Adam Sharp, MD, Founder of par80 and SERMO, has come out swinging on his relatively new blog for his new company par80. One of his first blog posts talked about why EMR is a four letter word for most doctors. The thing is he’s right in many ways.
The first thing he does is debunk the 50% EHR adoption number that’s gone around and been propagated by the ONC and others:
The 50% adoption rates seen in the first link reflect the presence of ANY type of an EMR-like technology. While it is a great headline for sure, the second link shows that this is an overly broad declaration. When we look at “fully functional systems,” meaning they are being used for a full work-flow solution, we get numbers in the low teens instead. (When you subtract out unique situations such as Kaiser, the VA, and a few large independent doctor networks, I suspect the actual number is much lower.)
I personally put EHR adoption at about 25%, but now we’re quibbling over small percentages. Either way, it’s quite low. Adam describes the real challenge that EHR vendors face and how they can remove the 4 letter word connotation of EMR:
Widespread adoption of an EMR (or multiple compatible EMRs) that is intuitive and easy to use, that empowers the end user and patients, and that actually helps to make the healthcare system more efficient would be a good thing for doctors, patients, and the industry. However, unless we recognize what the ultimate goals are and better involve the people most critical to their effective use (physicians), I believe Jonathan’s prediction will be true and cash-for-clunkers applied to the healthcare sector will turn out about as successful as that other government program…TARP.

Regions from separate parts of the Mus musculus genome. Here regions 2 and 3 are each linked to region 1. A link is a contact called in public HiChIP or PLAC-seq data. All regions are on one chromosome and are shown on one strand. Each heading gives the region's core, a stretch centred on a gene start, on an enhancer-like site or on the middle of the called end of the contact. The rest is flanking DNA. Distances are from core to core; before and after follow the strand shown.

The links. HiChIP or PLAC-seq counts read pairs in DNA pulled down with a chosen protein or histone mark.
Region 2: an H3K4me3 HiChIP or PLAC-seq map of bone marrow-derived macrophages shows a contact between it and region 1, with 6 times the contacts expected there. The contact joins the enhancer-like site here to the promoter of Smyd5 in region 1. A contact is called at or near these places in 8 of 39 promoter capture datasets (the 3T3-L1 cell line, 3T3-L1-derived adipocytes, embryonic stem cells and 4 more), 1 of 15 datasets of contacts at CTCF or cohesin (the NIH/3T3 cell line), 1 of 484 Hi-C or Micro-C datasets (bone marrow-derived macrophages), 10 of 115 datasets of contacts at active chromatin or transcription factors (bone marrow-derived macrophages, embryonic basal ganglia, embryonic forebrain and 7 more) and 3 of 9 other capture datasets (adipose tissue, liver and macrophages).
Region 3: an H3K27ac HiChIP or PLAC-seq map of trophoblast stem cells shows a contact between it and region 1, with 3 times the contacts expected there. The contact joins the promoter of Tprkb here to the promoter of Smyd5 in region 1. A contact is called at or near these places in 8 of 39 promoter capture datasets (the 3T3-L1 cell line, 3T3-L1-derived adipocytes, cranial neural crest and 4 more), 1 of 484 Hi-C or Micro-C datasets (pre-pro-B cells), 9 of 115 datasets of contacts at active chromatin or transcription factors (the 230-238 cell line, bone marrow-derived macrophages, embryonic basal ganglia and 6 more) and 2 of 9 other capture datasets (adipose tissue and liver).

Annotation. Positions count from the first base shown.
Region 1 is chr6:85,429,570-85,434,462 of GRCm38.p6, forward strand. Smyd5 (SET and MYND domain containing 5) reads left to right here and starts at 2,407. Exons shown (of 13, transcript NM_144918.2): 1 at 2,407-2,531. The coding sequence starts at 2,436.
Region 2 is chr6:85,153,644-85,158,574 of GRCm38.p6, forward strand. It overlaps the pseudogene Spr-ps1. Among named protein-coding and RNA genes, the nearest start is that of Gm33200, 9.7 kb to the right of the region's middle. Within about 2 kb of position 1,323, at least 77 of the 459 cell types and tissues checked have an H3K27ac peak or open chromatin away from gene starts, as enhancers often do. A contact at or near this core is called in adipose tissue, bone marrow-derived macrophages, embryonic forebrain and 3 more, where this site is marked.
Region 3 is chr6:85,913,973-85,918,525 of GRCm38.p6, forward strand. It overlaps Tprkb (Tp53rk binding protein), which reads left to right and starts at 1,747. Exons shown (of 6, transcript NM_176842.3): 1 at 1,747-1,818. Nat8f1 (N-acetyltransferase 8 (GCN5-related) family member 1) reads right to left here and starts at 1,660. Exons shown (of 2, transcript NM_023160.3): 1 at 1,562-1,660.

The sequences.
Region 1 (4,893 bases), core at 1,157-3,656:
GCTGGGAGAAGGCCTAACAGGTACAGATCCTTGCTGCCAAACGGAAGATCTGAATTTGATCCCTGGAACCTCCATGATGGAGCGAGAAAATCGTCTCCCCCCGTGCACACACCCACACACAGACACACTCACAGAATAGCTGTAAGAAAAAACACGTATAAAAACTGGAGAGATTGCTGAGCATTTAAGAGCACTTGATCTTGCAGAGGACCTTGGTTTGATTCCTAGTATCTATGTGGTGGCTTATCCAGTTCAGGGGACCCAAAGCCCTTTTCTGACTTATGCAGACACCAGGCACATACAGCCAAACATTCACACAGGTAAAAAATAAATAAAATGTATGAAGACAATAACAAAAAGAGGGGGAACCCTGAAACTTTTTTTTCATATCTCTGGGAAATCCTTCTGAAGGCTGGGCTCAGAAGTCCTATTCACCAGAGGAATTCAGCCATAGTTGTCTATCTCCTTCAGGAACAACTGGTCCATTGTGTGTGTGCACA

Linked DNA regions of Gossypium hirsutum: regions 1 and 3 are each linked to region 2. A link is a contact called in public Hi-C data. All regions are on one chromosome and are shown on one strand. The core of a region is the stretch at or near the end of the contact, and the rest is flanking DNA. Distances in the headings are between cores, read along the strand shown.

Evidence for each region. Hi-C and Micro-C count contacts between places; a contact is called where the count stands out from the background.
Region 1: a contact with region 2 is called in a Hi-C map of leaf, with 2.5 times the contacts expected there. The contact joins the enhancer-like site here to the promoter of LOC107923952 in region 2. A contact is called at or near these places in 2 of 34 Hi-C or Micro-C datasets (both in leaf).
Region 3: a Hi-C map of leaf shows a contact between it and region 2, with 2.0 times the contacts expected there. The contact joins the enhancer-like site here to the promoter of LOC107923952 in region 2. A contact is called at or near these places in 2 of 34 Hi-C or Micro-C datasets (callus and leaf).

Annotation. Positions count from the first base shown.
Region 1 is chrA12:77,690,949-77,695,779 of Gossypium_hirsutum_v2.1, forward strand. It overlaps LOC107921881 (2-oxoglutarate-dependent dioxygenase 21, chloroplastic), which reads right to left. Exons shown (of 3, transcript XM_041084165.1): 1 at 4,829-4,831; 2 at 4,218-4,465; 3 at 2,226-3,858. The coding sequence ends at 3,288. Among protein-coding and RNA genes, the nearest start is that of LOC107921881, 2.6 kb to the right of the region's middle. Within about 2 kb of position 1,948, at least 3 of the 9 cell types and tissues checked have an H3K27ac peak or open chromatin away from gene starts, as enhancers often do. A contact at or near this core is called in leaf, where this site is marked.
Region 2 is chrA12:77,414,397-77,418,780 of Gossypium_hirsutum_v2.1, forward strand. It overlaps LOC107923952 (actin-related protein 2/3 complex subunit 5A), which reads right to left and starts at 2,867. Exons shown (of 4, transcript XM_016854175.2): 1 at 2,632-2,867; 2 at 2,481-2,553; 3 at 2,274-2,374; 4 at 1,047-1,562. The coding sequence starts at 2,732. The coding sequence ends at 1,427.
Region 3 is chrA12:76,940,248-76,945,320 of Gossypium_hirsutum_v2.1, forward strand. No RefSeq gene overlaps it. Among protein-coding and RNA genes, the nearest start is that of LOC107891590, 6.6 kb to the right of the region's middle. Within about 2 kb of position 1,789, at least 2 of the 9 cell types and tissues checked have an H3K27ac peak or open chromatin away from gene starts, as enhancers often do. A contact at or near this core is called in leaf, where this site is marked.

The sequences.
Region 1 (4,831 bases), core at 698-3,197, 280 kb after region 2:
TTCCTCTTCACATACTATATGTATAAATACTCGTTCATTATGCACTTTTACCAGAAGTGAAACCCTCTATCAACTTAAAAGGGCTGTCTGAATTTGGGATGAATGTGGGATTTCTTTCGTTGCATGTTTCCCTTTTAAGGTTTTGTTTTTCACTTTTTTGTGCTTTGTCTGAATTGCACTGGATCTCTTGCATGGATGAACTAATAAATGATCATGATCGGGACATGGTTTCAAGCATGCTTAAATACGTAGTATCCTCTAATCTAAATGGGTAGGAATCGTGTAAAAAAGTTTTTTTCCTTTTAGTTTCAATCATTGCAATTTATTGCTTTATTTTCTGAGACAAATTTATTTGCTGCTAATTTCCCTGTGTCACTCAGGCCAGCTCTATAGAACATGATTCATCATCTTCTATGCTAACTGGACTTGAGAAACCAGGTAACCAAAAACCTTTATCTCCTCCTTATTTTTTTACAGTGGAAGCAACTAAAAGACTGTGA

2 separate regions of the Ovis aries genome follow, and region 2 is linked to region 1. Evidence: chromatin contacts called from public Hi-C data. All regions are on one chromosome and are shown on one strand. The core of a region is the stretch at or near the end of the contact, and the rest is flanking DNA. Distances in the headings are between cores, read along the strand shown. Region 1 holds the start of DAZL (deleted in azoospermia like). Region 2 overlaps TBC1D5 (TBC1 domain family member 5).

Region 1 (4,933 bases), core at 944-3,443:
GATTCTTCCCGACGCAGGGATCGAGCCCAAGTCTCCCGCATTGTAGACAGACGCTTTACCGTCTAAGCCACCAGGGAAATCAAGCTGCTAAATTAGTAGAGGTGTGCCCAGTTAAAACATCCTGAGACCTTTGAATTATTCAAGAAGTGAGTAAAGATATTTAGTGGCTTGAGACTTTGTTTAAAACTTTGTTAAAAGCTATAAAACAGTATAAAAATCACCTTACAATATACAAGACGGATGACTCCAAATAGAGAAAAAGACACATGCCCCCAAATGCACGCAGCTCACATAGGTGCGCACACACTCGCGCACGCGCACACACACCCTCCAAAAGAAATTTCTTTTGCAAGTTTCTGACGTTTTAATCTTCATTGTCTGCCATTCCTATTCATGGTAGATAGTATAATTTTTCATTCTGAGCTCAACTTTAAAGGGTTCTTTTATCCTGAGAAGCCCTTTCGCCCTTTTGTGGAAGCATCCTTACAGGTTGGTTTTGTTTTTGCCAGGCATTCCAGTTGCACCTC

I think this trend is changing for many EHR vendors that really are trying to focus on the physician, but sadly have this huge distraction called meaningful use. Plus, we are having more doctors write about their good experience with EHR. The more doctors that can say that their desk is clean, their life is better, and they have more time, the more we’re going to see EHR adoption really increase.
Unfortunately, there’s still far too many poorly implemented, poorly selected and poorly accepted EHR implementations out there. This is a tough problem to solve particularly in this government incentivized environment. I think I read recently in a passing tweet something about HIMSS soliciting for more EHR success stories. I don’t think a manufactured list of EHR success stories is going to do the trick. Although, it’s true that EHR failure stories spread faster than EHR success stories.
What do you think will shift the tide of EHR adoption? Is the EHR incentive money going to be enough to change it? We’ve certainly seen some increase in EHR adoption from the EHR stimulus, but will it be enough and in the right direction?